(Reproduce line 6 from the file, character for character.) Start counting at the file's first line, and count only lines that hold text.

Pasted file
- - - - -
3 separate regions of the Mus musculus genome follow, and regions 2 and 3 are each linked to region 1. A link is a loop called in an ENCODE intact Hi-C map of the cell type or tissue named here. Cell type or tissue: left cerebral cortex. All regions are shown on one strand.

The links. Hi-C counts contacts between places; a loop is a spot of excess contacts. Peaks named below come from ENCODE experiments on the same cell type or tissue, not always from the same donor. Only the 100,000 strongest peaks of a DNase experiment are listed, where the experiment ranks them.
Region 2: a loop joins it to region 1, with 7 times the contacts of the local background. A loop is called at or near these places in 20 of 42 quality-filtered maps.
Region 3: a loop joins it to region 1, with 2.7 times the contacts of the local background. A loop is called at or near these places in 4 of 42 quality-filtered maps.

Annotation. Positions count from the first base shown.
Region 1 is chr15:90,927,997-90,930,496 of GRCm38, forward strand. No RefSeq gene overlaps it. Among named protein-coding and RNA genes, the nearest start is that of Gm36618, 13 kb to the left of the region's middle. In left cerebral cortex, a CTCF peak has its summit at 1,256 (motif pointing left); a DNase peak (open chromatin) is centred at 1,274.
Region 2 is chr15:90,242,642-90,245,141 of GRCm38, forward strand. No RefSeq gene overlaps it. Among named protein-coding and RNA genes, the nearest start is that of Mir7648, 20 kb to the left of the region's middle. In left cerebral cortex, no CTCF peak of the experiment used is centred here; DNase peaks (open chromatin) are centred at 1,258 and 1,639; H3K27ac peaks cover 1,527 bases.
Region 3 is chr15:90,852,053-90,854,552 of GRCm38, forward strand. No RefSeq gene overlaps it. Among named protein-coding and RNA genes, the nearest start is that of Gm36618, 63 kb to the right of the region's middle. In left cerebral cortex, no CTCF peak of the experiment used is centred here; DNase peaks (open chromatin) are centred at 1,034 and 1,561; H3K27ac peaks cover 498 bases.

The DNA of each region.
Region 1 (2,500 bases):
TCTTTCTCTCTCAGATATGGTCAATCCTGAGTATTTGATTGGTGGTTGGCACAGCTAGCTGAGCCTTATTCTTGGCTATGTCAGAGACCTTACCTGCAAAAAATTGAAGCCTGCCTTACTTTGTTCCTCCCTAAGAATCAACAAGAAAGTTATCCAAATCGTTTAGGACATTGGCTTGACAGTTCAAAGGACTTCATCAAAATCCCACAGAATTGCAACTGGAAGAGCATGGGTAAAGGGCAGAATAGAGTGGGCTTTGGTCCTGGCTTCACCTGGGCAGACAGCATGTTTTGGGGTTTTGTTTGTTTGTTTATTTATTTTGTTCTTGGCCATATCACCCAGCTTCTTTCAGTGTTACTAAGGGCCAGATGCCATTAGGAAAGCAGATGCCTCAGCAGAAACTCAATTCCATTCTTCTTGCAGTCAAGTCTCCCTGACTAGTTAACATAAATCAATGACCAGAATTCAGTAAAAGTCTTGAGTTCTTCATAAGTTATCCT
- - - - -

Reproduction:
Region 1 is chr15:90,927,997-90,930,496 of GRCm38, forward strand. No RefSeq gene overlaps it. Among named protein-coding and RNA genes, the nearest start is that of Gm36618, 13 kb to the left of the region's middle. In left cerebral cortex, a CTCF peak has its summit at 1,256 (motif pointing left); a DNase peak (open chromatin) is centred at 1,274.